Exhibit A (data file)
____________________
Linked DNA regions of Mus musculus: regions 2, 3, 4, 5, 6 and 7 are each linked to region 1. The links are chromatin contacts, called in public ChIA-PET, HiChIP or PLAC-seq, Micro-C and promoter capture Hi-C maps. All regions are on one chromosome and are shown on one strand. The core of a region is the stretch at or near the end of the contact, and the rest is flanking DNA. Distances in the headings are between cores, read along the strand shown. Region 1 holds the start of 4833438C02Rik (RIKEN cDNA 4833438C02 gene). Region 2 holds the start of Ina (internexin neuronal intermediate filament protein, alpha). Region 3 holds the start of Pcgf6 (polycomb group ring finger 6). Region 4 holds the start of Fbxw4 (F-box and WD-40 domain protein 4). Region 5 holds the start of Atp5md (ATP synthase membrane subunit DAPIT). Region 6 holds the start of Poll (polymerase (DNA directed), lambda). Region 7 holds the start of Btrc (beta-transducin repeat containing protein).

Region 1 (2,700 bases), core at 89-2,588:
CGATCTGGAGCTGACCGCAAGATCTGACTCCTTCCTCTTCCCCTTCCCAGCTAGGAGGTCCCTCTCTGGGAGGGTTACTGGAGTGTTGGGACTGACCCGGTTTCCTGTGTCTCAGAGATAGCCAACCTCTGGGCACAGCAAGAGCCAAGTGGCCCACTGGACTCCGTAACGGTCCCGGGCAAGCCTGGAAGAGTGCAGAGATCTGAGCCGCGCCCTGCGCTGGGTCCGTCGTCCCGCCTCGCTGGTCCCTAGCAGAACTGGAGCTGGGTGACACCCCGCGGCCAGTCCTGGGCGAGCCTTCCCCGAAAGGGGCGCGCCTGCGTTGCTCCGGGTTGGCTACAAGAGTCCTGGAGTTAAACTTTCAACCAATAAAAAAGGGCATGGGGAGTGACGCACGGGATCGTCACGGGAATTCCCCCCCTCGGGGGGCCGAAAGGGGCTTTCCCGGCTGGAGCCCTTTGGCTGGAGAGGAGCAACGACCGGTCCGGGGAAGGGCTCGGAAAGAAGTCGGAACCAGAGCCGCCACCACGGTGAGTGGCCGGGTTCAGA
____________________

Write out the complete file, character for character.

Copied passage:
Linked DNA regions of Mus musculus: regions 2, 3, 4, 5, 6 and 7 are each linked to region 1. The links are chromatin contacts, called in public ChIA-PET, HiChIP or PLAC-seq, Micro-C and promoter capture Hi-C maps. All regions are on one chromosome and are shown on one strand. The core of a region is the stretch at or near the end of the contact, and the rest is flanking DNA. Distances in the headings are between cores, read along the strand shown. Region 1 holds the start of 4833438C02Rik (RIKEN cDNA 4833438C02 gene). Region 2 holds the start of Ina (internexin neuronal intermediate filament protein, alpha). Region 3 holds the start of Pcgf6 (polycomb group ring finger 6). Region 4 holds the start of Fbxw4 (F-box and WD-40 domain protein 4). Region 5 holds the start of Atp5md (ATP synthase membrane subunit DAPIT). Region 6 holds the start of Poll (polymerase (DNA directed), lambda). Region 7 holds the start of Btrc (beta-transducin repeat containing protein).

Region 1 (2,700 bases), core at 89-2,588:
CGATCTGGAGCTGACCGCAAGATCTGACTCCTTCCTCTTCCCCTTCCCAGCTAGGAGGTCCCTCTCTGGGAGGGTTACTGGAGTGTTGGGACTGACCCGGTTTCCTGTGTCTCAGAGATAGCCAACCTCTGGGCACAGCAAGAGCCAAGTGGCCCACTGGACTCCGTAACGGTCCCGGGCAAGCCTGGAAGAGTGCAGAGATCTGAGCCGCGCCCTGCGCTGGGTCCGTCGTCCCGCCTCGCTGGTCCCTAGCAGAACTGGAGCTGGGTGACACCCCGCGGCCAGTCCTGGGCGAGCCTTCCCCGAAAGGGGCGCGCCTGCGTTGCTCCGGGTTGGCTACAAGAGTCCTGGAGTTAAACTTTCAACCAATAAAAAAGGGCATGGGGAGTGACGCACGGGATCGTCACGGGAATTCCCCCCCTCGGGGGGCCGAAAGGGGCTTTCCCGGCTGGAGCCCTTTGGCTGGAGAGGAGCAACGACCGGTCCGGGGAAGGGCTCGGAAAGAAGTCGGAACCAGAGCCGCCACCACGGTGAGTGGCCGGGTTCAGA